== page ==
Precision genetics will enhance genome-based improvement of livestock for agriculture and biomedicine. This thesis aimed to modify large animal genomes with precision; as the technologies progressed, our capability expanded from random insertional transgenesis to nucleotide-level precision. It began with <italic>Sleeping Beauty (SB)<italic> transposon mediated rapid integration of dominant negative Myostatin alleles. All piglets generated from treated cells harbored the transgenes; however, we were unable to study phenotypes due to death of the founder animals. We then sought to introgress a SNP into porcine Myostatin through recombinant Adeno-associated Virus (rAAV) mediated gene targeting. We achieved a 2x10-4 targeting frequency but only one-half of the targeted colonies harbored the SNP. Similarly, we succeeded in porcine <italic>LDLR<italic> gene knockout; however, targeted clones were often confounded by "bystander" cells with only random insertions of the targeting vector.
We turned to develop TALENs for efficient targeting of important genes. TALENs demonstrated high activity in both cultured primary fibroblasts and early stage embryos. A simple SB transposon based co-selection strategy enabled enrichment for TALEN modified cells and efficient isolation of modified clones: single gene mono- and bi-allelic modification was induced in up to 54% and 17% of colonies respectively. It also enabled isolation of colonies harboring large chromosomal deletions (10% of colonies) and inversions (4%) after treatment with two TALEN pairs. We derived miniature swine models of familial hypercholesterolemia from <italic>LDLR<italic> mono- and bi-allelic TALEN-knockout fibroblasts.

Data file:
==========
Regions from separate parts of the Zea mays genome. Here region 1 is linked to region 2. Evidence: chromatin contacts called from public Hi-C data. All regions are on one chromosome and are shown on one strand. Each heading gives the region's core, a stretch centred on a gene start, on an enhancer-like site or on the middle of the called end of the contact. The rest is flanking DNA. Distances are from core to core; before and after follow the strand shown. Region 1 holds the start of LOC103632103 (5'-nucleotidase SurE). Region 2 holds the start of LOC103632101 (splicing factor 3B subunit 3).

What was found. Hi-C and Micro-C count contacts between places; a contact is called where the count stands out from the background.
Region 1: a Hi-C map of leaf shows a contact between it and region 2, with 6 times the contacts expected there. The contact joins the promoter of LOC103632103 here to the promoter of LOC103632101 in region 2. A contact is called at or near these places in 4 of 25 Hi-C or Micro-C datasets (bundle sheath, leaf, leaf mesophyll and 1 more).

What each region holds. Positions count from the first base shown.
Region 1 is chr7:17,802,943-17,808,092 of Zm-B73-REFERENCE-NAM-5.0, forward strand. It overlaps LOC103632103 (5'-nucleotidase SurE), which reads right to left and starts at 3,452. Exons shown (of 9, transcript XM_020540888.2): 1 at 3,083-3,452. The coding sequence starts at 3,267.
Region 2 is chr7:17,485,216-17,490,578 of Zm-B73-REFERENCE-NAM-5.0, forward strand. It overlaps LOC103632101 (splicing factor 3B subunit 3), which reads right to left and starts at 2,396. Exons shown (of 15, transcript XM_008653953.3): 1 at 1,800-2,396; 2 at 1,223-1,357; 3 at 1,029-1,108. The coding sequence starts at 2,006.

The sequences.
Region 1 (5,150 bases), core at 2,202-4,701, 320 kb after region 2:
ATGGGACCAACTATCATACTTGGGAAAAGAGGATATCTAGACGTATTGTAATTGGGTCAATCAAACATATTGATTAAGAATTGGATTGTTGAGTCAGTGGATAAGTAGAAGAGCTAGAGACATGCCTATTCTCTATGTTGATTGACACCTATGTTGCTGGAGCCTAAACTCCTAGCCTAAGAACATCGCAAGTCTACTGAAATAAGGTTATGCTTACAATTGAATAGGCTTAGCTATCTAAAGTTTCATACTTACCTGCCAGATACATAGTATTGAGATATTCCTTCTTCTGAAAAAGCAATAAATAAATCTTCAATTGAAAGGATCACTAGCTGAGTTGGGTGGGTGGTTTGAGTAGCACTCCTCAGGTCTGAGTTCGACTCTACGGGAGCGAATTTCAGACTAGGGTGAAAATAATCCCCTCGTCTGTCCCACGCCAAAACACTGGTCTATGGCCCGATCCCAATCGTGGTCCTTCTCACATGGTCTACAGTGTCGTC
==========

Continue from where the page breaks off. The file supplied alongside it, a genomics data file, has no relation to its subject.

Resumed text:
We next utilized TALEN and CRISPR/Cas9 stimulated homology-directed repair (HDR) to edit genes with oligonucleotide, plasmid, and rAAV templates without any drug selection. We first introgressed a bovine <italic>POLLED<italic> allele into horned dairy bull fibroblasts to circumvent manual dehorning. We also introduced single-nucleotide alterations or small indels into 14 additional genes in pig, cattle and sheep, into 10-50% of cells from fibroblast populations treated with TALEN mRNA and oligonucleotides. Up to 67% of propagated colonies harbored the intended edits and over one-half were homozygous. Some edits were naturally occurring SNP alleles, equivalent to non-meiotic inter- or intra-species introgression of valuable alleles. We created pig models for infertility and colon cancer from colonies with TALEN-HDR knockout alleles in <italic>DAZL<italic> and <italic>APC<italic>.
University of Minnesota Ph.D. dissertation. August 2013. Major: Animal Sciences. Advisor: Scott C. Fahrenkrug. 1 computer file (PDF); vi, 226 pages.
Genome engineering in large animals for agricultural and biomedical applications.
Retrieved from the University of Minnesota Digital Conservancy,
Content distributed via the University of Minnesota's Digital Conservancy may be subject to additional license and use restrictions applied by the depositor.